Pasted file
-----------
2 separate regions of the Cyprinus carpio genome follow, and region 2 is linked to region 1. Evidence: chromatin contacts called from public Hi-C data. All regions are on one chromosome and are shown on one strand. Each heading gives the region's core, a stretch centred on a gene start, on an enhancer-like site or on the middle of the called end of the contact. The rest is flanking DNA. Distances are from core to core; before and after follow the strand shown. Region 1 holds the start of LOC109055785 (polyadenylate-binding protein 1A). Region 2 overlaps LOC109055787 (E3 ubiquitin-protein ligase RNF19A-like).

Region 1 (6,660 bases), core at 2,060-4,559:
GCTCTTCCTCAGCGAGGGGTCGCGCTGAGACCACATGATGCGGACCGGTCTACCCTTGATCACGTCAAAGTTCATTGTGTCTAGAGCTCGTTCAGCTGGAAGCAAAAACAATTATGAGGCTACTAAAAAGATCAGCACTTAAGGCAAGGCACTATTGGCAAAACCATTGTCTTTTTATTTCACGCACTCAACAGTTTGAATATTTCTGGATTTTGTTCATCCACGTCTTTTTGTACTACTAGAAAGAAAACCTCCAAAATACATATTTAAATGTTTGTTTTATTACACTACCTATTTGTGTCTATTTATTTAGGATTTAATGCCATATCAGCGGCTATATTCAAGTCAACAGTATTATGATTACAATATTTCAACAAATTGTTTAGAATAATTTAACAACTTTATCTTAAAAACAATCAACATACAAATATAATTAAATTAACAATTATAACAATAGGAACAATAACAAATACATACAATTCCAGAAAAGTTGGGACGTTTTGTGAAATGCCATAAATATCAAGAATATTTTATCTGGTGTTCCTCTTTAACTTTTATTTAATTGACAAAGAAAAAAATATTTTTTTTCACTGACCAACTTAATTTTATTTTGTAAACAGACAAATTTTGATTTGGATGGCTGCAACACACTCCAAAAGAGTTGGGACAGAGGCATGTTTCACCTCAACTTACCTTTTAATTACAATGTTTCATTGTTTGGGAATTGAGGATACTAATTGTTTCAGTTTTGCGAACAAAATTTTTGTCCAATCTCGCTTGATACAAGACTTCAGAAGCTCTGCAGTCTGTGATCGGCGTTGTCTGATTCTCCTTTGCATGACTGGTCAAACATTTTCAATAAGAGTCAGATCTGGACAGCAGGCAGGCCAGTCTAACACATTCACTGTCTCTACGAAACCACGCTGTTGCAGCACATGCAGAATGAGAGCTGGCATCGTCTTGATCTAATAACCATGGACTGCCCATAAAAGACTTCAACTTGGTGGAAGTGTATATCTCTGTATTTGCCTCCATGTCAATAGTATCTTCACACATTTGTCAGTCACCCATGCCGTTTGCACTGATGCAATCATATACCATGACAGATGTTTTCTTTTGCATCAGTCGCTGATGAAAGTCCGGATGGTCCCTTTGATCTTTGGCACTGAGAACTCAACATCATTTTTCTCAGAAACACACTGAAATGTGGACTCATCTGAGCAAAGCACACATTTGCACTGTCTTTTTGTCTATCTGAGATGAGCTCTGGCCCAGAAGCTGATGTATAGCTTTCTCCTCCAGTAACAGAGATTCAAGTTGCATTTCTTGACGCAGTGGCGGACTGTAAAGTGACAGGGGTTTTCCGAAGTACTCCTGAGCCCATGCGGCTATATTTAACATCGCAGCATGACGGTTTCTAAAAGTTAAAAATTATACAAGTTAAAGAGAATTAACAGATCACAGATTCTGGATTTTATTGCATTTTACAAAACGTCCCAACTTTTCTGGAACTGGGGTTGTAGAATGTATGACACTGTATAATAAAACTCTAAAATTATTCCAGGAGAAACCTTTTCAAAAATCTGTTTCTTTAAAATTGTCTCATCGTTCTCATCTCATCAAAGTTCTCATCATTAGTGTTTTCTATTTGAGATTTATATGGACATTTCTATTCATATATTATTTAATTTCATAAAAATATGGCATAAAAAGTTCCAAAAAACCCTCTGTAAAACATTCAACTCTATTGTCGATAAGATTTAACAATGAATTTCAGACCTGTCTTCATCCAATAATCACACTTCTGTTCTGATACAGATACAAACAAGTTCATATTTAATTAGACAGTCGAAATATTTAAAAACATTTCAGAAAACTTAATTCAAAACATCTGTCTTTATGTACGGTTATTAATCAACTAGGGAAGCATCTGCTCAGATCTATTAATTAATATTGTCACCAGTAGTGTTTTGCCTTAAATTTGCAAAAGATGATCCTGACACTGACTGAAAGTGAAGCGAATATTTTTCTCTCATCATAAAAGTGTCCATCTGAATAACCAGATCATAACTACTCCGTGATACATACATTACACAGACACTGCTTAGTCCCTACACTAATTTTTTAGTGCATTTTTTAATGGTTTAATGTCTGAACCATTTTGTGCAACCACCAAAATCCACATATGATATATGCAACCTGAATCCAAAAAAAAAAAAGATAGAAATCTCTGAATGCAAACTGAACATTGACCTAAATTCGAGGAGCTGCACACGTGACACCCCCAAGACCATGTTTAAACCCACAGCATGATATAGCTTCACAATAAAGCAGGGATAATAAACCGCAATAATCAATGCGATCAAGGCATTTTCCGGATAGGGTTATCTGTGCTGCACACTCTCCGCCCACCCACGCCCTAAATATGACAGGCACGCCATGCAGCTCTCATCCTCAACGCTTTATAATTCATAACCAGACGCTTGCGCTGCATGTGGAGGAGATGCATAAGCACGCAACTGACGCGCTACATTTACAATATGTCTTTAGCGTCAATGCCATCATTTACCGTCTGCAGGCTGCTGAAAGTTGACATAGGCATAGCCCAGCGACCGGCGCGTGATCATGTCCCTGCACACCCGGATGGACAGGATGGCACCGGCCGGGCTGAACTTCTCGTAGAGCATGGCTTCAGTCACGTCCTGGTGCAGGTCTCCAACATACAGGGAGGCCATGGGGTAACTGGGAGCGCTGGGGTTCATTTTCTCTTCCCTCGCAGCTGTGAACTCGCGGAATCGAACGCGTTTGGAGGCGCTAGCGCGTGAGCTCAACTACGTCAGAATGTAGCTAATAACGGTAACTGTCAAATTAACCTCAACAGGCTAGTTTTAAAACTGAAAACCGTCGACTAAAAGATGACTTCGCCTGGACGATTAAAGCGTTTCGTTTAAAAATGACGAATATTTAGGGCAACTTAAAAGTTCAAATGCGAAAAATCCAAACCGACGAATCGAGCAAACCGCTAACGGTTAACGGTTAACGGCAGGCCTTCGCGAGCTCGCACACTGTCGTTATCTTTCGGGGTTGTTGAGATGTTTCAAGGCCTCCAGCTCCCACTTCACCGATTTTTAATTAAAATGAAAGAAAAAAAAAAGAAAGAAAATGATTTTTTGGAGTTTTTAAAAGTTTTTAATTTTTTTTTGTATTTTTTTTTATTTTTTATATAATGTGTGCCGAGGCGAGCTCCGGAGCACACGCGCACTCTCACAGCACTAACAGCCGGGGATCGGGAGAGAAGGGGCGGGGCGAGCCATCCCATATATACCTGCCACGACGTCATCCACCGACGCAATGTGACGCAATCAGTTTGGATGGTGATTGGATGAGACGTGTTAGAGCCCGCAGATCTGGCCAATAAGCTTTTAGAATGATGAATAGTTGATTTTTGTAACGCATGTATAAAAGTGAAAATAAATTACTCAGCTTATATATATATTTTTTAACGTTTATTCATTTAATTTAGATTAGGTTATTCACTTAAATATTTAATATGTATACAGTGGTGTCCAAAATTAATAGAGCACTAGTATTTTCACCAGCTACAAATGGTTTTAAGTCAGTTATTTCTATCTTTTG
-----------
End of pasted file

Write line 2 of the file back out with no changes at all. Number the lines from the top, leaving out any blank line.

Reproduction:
Region 1 (6,660 bases), core at 2,060-4,559: